The tipping point is right around the corner.

Discussion in 'Shiny Things' started by MJSfoto1956, Dec 26, 2018.

  1. CodeMonkee

    CodeMonkee Geek Adventurer

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  2. CodeMonkee

    CodeMonkee Geek Adventurer

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  3. PoundSand

    PoundSand Long timer

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    think about where we were 50 years ago in tech. and 50 years before that. you really think it's going to take 50 more years for the relatively tiny incremental improvement in electrical charging and storage as described above?

    and i don't know why infrastructure keeps getting brought up - you probably don't need as many as you do with gas, as many electric vehicle owners primarily charge at home, and it's much easier to add electrical charging than gas fueling; there are apparently ~110k gas stations in the u.s. (down from over 200k in the 90s- anyone notice?). there are apparently close to 20k electric charging locations already. (i just looked those numbers up, don't know how good they are, but mind is blown at how close they apparently are already).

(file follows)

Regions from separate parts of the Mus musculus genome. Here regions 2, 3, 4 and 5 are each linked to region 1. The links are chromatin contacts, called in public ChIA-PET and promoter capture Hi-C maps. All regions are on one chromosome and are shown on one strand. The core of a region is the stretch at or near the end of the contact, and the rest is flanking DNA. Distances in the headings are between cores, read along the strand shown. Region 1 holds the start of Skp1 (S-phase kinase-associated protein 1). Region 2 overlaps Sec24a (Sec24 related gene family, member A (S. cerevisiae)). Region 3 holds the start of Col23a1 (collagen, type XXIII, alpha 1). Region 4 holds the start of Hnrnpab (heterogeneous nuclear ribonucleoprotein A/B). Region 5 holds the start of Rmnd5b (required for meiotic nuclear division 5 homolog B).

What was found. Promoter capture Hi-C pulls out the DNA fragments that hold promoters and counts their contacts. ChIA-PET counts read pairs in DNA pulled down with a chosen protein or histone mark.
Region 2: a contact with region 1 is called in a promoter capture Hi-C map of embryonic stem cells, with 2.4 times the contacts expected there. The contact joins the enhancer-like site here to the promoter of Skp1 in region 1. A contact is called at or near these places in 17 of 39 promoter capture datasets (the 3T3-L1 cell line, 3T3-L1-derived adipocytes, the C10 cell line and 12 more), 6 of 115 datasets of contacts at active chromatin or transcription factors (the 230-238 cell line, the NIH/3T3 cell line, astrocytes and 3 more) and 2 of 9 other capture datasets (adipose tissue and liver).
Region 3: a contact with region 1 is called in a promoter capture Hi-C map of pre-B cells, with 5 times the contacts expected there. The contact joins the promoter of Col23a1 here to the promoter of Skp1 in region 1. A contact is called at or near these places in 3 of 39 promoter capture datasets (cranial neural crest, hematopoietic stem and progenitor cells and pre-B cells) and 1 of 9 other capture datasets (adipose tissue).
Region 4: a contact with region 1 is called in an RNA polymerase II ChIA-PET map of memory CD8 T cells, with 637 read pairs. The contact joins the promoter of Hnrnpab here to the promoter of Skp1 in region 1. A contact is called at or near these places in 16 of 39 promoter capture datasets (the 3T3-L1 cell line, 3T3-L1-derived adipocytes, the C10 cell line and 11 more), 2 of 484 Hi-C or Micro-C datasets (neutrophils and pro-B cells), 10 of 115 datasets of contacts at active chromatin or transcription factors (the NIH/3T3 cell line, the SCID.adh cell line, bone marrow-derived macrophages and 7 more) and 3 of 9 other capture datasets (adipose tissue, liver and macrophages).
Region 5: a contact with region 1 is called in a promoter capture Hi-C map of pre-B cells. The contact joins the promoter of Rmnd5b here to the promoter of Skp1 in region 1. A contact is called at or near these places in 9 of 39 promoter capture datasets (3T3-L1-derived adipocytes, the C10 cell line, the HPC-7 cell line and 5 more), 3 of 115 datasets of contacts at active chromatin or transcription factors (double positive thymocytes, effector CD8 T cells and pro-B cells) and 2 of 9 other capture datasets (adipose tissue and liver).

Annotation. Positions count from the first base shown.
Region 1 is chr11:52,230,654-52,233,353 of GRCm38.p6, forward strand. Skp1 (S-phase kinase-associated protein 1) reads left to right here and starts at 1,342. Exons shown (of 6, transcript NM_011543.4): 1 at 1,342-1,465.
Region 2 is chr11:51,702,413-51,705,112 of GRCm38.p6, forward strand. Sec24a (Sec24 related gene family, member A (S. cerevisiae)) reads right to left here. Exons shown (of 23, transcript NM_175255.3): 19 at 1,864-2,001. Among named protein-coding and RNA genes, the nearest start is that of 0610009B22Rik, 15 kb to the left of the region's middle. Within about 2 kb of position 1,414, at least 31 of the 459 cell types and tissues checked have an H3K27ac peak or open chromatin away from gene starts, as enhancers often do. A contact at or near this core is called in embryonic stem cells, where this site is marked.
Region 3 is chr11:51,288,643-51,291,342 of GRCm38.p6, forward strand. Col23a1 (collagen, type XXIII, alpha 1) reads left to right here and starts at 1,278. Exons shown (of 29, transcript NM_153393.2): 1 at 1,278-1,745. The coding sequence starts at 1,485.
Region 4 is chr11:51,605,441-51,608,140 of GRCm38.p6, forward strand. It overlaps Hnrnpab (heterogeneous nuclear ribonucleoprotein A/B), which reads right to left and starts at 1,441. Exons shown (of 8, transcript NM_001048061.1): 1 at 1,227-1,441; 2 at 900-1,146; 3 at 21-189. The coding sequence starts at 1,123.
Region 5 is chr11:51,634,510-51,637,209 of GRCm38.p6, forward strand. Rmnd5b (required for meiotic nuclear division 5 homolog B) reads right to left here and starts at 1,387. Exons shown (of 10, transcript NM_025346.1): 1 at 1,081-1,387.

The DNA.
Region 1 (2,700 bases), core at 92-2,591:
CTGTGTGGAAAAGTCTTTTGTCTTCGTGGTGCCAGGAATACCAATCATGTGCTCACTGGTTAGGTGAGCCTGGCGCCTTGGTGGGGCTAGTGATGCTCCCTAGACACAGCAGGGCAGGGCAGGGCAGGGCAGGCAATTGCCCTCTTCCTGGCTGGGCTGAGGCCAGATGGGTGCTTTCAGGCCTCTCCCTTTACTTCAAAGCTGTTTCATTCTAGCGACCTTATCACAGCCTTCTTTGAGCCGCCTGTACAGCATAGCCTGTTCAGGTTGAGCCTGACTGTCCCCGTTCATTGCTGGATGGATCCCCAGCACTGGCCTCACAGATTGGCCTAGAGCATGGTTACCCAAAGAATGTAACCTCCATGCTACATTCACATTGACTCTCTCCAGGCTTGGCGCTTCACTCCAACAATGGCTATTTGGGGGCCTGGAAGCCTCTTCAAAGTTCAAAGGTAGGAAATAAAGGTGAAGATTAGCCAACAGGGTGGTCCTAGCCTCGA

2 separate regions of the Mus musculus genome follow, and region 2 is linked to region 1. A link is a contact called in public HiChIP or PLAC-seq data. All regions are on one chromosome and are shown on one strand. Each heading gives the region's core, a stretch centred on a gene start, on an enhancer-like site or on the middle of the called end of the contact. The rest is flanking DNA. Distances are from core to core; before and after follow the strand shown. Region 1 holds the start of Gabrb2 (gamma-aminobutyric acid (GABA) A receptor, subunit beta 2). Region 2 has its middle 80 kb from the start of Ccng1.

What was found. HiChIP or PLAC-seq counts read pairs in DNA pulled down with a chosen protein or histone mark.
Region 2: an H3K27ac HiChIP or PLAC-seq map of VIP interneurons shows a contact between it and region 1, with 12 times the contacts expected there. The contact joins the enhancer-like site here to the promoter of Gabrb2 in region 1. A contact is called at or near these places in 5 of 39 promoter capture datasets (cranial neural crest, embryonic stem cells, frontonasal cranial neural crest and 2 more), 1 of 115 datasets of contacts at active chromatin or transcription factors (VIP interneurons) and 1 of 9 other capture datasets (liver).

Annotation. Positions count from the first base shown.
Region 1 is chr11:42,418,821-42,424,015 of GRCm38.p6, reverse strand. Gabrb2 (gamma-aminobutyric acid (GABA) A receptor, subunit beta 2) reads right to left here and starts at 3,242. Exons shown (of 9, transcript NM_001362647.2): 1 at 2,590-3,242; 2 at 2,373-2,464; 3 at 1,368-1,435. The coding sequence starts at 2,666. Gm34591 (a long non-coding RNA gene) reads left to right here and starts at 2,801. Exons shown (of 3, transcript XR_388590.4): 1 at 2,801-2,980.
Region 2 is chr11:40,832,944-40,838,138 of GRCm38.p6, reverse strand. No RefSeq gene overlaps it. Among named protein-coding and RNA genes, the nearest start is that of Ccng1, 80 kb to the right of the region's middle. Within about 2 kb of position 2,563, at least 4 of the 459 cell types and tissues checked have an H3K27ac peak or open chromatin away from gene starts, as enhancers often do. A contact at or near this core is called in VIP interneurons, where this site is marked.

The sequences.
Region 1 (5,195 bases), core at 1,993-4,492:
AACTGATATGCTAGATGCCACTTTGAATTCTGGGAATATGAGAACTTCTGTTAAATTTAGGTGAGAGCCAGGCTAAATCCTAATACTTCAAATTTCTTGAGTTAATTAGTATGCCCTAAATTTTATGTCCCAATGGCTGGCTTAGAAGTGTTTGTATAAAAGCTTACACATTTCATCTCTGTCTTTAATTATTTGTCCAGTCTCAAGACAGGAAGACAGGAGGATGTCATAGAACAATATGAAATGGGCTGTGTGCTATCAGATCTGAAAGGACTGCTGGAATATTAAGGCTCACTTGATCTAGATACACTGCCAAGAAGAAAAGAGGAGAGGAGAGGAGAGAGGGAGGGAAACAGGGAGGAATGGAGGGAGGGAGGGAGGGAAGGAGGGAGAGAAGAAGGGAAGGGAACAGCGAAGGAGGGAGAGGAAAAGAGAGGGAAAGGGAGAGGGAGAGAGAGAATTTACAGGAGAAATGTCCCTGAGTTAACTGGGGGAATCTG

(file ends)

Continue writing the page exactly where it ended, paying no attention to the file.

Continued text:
nope. it already works better in some ways - like being able to charge at home and not bothering with having to stop at a gas station.
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  4. PoundSand

    PoundSand Long timer

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    i lived in the desert in cali. plenty of solar around, and plenty of dust. ain't nobody cleaning them every two weeks.
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  5. FPGT72

    FPGT72 Long timer